We have a great diversity of ecosystems that benefit our Costa Ballena region, one of which is the Terraba-Sierpe Wetlands. Our world’s wetlands are the most threatened ecosystems worldwide, even in environmentally-concerned Costa Rica. Excessive use of agrochemicals, the expansion of pineapple, rice and banana crops, forest fires, hotel construction, and climate change are this ecosystem’s main threats. Therefore, we wanted to put a highlight on this fantastic environment in our abundant South Pacific region of Costa Rica and everything that it offers to our everyday lives.
The Wetlands of Térraba-Sierpe are a protected wild area of Costa Rica’s national system of conservation areas. It is an area of high strategic ecological importance. It is the largest estuarine wetland in all of Costa Rica, containing mangrove ecosystems and other types of associated wetlands. It serves as one of the most critical blue carbon sinks in our South Pacific coastal zone. And it also acts as a natural barrier to meteorological events like storms and hurricanes.
The Térraba-Sierpe delta region is home to red, black and tea mangrove species. These mangroves play host to wide biodiversity, providing habitats for several species that hold high ecological value, including nine threatened or endangered species of fauna like the puma and jaguar. There is a plethora of birdlife, especially water birds such as herons, egrets, and cormorants. And the river’s murky waters are inhabited by fish, crustaceans, and reptiles like crocodiles, caimans, and boas. Exploring this watery landscape by boat offers an intimate perspective of this very special and fragile ecosystem, where wildlife sightings are plentiful.
The Térraba-Sierpe Wetlands are part of the Delta del Diquis cultural landscape. This region has been declared a world heritage site recognizing the uniqueness of the pre-Columbian archaeology found here. It is considered one of the most important pre-Columbian occupation centers in Latin America with a distinctive culture. It contains the mega-site of Palmar Sur-Sierpe that is characterized by the presence of large mounds with stone walls, housing foundations, cobbled roads, cemeteries with rich offerings, and dense ceramic and lithic deposits distributed across almost 900 hectares.
The Diquis people inhabited the area up to around 500 years ago. They were one of the most advanced civilizations in pre-Colombian Costa Rica. They chose the alluvial plain between the Terraba and Sierpe rivers for their settlement because of its fertile, nutrient-rich soil. Many pre-Colombian indigenous groups occupied this region over time, attracted to the sedimentation that is deposited by the extensive mangrove waterways. And the mountainous rows that surround the plain provide villagers with complementary resources like hardwood and freshwater.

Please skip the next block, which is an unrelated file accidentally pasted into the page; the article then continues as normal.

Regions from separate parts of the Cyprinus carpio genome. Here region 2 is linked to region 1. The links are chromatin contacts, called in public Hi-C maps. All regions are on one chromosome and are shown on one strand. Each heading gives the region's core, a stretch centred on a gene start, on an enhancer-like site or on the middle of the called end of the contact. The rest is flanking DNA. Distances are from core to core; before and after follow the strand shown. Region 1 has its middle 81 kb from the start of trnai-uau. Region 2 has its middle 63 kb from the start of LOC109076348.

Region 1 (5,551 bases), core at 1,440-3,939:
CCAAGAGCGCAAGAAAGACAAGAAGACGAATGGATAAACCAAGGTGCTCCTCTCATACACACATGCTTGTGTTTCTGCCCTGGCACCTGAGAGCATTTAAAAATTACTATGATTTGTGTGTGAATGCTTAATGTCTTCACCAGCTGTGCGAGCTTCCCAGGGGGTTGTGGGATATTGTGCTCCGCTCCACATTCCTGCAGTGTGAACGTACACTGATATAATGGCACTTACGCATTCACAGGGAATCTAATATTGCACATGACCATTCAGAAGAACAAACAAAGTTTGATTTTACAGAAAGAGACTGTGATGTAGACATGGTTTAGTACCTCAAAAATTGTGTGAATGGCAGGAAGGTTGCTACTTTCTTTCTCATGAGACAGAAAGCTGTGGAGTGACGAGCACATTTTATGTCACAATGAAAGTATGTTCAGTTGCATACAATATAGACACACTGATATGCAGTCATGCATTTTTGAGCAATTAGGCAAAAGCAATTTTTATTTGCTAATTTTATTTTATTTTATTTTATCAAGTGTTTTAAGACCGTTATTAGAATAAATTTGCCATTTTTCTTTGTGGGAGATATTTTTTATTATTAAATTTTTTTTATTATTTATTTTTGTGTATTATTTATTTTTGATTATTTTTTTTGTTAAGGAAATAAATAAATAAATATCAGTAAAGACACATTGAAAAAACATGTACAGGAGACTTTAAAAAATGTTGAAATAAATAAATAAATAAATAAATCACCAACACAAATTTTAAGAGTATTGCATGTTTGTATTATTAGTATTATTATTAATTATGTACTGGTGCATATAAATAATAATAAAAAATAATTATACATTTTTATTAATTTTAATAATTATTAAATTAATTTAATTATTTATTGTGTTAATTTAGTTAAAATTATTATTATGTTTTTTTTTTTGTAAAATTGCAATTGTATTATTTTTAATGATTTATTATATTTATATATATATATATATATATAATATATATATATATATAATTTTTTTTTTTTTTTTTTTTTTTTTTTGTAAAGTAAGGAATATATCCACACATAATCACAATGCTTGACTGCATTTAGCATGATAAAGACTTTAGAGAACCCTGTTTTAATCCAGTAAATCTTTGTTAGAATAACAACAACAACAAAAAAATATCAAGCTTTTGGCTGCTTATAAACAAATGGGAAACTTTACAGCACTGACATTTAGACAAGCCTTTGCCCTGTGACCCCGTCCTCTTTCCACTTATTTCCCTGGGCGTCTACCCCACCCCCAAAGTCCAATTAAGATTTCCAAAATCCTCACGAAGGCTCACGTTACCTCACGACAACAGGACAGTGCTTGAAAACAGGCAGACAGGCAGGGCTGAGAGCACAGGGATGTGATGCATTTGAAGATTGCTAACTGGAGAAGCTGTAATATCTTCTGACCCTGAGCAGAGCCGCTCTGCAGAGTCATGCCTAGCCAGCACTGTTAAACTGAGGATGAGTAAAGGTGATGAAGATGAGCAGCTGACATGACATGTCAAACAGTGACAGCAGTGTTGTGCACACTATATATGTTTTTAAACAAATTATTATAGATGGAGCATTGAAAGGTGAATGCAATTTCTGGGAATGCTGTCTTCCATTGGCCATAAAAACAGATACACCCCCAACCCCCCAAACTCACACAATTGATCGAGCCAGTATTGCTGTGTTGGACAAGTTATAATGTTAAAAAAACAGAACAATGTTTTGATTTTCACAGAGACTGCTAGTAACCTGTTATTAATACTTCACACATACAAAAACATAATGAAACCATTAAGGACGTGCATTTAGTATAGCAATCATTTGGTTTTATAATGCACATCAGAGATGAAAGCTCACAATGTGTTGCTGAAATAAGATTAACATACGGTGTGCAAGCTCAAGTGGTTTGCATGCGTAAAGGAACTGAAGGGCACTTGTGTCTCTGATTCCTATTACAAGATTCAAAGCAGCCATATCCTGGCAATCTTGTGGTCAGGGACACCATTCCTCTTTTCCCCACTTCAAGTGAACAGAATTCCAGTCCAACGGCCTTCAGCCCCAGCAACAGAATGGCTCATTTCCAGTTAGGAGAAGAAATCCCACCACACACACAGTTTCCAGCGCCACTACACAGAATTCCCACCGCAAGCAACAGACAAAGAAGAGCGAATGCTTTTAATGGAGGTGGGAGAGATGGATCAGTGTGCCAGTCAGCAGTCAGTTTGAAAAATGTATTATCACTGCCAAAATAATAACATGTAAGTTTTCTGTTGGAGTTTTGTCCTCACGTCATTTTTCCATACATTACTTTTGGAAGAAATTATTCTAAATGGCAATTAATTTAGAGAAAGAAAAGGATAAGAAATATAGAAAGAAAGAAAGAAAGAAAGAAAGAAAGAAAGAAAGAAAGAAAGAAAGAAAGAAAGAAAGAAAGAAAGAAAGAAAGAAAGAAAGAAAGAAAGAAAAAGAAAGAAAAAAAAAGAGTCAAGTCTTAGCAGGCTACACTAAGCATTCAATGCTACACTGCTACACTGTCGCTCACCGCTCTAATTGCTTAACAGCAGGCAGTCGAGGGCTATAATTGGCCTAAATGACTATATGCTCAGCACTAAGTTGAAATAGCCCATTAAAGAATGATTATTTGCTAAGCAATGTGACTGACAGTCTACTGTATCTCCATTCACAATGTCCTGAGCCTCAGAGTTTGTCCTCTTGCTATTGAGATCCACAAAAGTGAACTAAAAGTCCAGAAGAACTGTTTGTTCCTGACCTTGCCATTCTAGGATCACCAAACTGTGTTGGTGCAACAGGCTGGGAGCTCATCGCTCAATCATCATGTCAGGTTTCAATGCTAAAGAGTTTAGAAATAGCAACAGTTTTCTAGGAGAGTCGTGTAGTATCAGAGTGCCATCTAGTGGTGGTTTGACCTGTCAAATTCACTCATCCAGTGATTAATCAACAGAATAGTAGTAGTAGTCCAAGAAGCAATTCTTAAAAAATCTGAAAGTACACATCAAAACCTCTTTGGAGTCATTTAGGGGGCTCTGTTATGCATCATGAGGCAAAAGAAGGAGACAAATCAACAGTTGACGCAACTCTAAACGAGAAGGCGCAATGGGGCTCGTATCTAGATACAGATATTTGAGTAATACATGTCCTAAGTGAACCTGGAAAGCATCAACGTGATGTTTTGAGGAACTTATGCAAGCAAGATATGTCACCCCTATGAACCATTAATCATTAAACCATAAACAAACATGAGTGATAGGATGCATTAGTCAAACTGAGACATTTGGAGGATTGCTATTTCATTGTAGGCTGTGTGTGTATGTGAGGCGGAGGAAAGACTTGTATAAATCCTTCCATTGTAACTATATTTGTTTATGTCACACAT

The Terraba river has always been the natural communication route for the region. Along this large river and its tributaries is a chain of major settlements that begin in the highlands of Rivas near San Isidro and end at the delta in Cortes, about 20 minutes drive south of Ojochal. All over this area are sites of archaeological interest that date back as early as one millennium ago. Stone-carved spheres of more than two meters in diameter, ceramics, and other items of archaeological wealth are found scattered in and among these settlements.
Today, more than forty socially vulnerable communities in Sierpe, Cortés, and Coronado depend on the Térraba-Sierpe wetlands. In 2017, the estimated monetary value of the wetland ecosystem exceeding $380 million in direct benefit of these communities and the entire country.
This area has abundant biological variety and an incalculable cultural heritage that takes advantage of this special forest ecosystem. Booking a tour of this spectacular region of Costa Rica directly helps the local communities and gives the Costa Rican government more reason to protect this precious ecological zone for many more years to come. We are incredibly lucky to be so closely located to this abundant food production and ecological zone, reaping the benefits of the Térraba-Sierpe Wetlands’ fertile soils all throughout the food chain.
If you’re interested in learning more about this region of Costa Rica, or to find out how you can relocate to this nation of spectacular biodiversity, contact our Costa Ballena real estate office. We are not environmental experts but we have a deep love for this land and a passion to share our great experiences of living in Costa Rica with those who are interested. If that’s you and you are looking for an expert agent in the area, contact our highly-successful real estate team here firstname.lastname@example.org and sign up to our weekly newsletter below for regular updates about this region.